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Could Your Facebook Friends Actually Affect Your Credit?


“We’re already in the nightmare scenario."

Traditionally, your credit score is determined by things like steady employment, paying bills on time, outstanding loans and number of inquiries into your credit history. But one lending firm is adding Facebook friends to the list.

How can your Facebook friends affect you're ability to get a loan? Lenddo, a microlending firm based in Hong Kong, believes that the likelihood of your friends to pay back loans or not could be indicative of your habits as well.

The New York Observer's Beta Beat has more on what the company says is "the world's first credit scoring service that uses your online social network to assess credit":

The company’s algorithm is proprietary and secret, said CEO Jeff Stewart, but the primary metric is what Lenddo knows about the people you’re friends with. “We think that in the age of the internet you should be able to establish your reputation and your identity through your social graph, through your on- and offline community, and use that to get access to financial products and information,” he said.

If Lenddo sees one of your best Facebook buddies took out a loan and paid it back, there’s a good chance you will too. “Our backgrounds are in machine learning and pattern recognition,” Mr. Stewart said. “It’s some serious math.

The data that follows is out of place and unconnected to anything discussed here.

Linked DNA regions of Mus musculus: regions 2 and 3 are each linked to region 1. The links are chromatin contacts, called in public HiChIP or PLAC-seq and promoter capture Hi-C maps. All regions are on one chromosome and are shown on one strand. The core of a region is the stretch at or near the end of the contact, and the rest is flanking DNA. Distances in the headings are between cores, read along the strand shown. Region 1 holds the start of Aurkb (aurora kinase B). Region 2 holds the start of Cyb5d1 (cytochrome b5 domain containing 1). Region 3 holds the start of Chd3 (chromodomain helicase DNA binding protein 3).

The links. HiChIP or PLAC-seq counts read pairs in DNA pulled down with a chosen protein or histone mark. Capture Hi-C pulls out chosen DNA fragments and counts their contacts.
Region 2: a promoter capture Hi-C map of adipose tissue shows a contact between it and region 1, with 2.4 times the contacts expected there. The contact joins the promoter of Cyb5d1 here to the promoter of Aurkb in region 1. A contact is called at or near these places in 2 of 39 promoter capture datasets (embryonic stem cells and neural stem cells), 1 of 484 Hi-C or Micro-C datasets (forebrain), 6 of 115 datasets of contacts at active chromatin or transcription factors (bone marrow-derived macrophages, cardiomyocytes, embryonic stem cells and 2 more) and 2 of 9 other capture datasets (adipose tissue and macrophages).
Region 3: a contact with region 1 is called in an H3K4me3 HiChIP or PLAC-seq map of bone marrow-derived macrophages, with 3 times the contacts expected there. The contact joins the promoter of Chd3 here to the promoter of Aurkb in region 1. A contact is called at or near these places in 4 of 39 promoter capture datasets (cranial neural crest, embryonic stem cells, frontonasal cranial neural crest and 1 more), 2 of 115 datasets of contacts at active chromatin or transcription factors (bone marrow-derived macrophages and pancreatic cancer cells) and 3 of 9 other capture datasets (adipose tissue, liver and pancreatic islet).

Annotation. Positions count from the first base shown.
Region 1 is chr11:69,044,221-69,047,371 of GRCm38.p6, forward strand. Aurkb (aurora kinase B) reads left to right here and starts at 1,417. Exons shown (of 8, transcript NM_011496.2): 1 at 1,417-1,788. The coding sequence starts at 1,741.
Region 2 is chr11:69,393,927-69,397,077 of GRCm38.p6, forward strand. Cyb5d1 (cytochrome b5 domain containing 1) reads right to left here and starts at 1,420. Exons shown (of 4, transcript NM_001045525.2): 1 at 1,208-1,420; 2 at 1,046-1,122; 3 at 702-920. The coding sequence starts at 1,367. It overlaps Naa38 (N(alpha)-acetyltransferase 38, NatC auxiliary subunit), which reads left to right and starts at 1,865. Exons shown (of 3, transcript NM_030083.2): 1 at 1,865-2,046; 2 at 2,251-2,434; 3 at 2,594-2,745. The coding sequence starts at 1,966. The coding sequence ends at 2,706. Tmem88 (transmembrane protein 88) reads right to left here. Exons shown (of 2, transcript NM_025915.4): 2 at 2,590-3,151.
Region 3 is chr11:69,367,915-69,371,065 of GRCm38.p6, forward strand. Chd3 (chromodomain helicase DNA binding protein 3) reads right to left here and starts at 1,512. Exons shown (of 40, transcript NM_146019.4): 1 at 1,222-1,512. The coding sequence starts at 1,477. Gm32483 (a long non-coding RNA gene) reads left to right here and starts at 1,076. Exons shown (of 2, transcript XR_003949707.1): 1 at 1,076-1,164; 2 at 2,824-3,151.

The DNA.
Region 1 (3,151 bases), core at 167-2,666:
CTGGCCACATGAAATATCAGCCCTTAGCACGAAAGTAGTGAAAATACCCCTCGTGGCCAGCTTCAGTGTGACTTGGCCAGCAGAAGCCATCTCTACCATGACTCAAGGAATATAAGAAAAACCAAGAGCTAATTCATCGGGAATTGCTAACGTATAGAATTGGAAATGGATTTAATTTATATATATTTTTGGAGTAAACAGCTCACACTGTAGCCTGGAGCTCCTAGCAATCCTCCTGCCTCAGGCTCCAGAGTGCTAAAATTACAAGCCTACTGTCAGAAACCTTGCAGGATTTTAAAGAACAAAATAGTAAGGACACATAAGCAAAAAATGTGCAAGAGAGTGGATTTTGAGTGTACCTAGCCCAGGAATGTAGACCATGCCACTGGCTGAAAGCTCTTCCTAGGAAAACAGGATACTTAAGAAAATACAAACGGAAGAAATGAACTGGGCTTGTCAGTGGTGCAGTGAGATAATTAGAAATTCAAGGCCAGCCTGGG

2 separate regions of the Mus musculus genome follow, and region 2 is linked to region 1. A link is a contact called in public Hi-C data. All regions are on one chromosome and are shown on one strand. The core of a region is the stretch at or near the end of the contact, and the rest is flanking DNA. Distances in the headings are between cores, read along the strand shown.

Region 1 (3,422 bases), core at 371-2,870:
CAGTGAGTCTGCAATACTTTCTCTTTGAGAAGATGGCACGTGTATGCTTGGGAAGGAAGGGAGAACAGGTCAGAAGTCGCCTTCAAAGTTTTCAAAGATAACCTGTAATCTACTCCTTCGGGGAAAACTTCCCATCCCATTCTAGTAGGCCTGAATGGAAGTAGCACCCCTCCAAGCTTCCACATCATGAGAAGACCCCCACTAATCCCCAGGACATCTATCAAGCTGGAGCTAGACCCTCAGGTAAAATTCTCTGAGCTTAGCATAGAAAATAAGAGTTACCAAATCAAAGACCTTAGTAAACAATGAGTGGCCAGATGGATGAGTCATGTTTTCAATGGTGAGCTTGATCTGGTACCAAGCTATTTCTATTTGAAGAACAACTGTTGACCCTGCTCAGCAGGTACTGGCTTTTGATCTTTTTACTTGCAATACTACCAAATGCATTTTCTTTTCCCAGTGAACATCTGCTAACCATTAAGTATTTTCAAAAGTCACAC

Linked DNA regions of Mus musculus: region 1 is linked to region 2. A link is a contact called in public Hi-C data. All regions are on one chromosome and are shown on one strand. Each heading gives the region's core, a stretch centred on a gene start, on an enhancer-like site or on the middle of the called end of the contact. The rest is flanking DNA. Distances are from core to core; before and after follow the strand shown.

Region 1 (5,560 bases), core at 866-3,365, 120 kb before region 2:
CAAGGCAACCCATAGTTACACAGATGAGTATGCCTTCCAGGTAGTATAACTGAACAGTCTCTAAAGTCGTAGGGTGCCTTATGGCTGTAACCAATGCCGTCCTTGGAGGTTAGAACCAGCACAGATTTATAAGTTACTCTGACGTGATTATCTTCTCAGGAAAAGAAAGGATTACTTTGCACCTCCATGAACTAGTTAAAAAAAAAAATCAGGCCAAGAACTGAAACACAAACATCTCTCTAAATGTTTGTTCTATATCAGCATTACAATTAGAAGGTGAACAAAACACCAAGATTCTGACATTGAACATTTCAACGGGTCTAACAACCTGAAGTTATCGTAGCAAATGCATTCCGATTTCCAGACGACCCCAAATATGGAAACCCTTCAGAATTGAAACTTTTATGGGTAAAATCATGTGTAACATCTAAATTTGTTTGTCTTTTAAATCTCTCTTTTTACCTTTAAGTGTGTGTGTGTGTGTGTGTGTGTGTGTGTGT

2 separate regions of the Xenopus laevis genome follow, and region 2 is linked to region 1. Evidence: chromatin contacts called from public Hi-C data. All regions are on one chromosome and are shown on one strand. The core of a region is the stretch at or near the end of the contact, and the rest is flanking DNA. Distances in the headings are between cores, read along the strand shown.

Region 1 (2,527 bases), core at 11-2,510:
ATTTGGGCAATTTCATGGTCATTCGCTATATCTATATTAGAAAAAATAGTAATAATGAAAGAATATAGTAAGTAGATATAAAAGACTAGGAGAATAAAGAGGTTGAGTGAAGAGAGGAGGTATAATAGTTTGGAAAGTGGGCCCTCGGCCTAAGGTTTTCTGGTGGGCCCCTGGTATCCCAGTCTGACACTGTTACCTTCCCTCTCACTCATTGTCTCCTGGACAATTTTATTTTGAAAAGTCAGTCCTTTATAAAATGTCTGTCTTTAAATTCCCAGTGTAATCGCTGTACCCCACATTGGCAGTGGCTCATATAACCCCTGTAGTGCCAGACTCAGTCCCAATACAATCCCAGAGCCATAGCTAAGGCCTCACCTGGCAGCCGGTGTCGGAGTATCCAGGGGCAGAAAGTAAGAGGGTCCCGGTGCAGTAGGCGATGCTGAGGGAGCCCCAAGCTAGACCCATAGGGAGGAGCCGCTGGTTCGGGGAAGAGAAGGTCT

Beta Beat tested out getting a loan and was asked for its Facebook account, as well as Gmail, Twitter, Yahoo and Windows Live. It was then given a credit score. To apply for an actual loan, it would need to have at least three friends with connections to Lenddo and a decent credit history themselves.

What's more, Beta Beat reports that if you default on your loan, the company reserves the right to broadcast this information to your friends. After all, they could be affected by your credit score as well:

“I think Mark Zuckerberg said it best,” Mr. Stewart said. “Every industry will be in fact impacted by social.”

Banks have been curious about using social media to gauge risk for at least a year, said Matt Thomson, VP of platform at Klout, which calculates “influence” based on a user’s social media activity. Determining creditworthiness is not a core product of Klout’s, he said, but banks have approached the startup to ask about it. He wouldn’t name names. “It’s really like the who’s who of banking,” he said.

While some may consider this an extreme invasion of privacy, others like media theorist Douglas Rushkoff, Beta Beat reports, don't consider such a thing as private anymore:

 “We’re already in the nightmare scenario,” he wrote in an email. “They already know everything about you—more than most of us realize. If anything, the addition of social networking information to this data mining will help us come to some understanding of how much more these companies know about us than we know about ourselves.”

As of right now, loans are only offered in the Philippines, but Beta Beat reports that the company recently hired an ex-Google employee to begin on in America.

[H/T IT World via PC World]

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